We must colonize the Moon before attempting to send humans to Mars, otherwise we will remain in a directionless quagmire.
On February 1, 2003, the Space Shuttle Columbia broke up during re-entry, killing all seven astronauts who had spent the past sixteen days carrying out an ambitious scientific research mission in space. It was a devastating blow to NASA, who had never really recovered from the Challenger disaster in 1986.
The Columbiadisaster was caused by a foam strike during liftoff. A portion of the streamlined insulation of the left bipod strut came off during the shuttle’s fiery ascent, striking the leading edge of the reinforced carbon-carbon shield of the port wing. From then on, Columbiawas doomed. But the Columbia Accident Investigation Board, chaired by Admiral Hal Gehman, concluded that the real underlying cause of the disaster lay in a flawed culture at NASA, derived from too much bureaucracy and a lack of a real mission. Among the CAIB’s recommendations was that NASA be given a central mission and a long-term goal.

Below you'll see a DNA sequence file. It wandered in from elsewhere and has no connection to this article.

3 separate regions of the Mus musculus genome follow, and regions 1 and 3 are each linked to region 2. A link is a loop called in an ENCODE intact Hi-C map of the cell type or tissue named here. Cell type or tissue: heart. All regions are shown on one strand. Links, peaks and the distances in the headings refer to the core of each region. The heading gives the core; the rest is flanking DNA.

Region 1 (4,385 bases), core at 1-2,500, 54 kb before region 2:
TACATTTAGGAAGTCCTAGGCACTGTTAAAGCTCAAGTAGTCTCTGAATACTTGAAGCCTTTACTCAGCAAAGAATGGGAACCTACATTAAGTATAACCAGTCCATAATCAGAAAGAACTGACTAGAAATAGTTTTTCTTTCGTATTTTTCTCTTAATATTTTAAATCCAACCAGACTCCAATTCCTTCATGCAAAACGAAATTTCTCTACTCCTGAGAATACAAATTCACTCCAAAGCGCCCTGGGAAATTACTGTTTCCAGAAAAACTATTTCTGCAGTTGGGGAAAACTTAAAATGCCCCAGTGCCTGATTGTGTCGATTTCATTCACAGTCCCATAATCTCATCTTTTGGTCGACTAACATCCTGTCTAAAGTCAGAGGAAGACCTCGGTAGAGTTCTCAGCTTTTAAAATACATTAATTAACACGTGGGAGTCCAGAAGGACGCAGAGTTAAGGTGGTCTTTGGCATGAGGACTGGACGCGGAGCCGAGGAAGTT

On January 14, 2004, President George W. Bush announced a new direction for NASA which came to be known as the Vision for Space Exploration. His directives were: first, to complete the International Space Station by 2010, and to retire the Space Shuttle from service upon the Station’s completion. Second, to develop a new spacecraft, the Crew Exploration Vehicle, by 2008, and to conduct the first manned mission by 2014. Third, to return to the Moon by 2020 as a launching point for deep space missions.
NASA, under administrator Sean O’Keefe, began work on implementing the VSE by devising Project Constellation. O’Keefe stepped down in February of 2005 and was succeeded by Michael Griffin, who was passionate about Project Constellation and the Ares rockets which would be used to boost the Orion Crew Exploration Vehicle, Altair Lunar Lander, and various payloads into space.
Constellation was described as “Apollo on steroids.” The Orion CEV, outwardly, is almost identical to the Apollo command modules used in the 1960s and ‘70s. However, the Orion is much larger, designed for five astronauts, and is fully reusable; although the Ares I upper stage J2 engines and the Ares V RS-68 engines would have been expendable.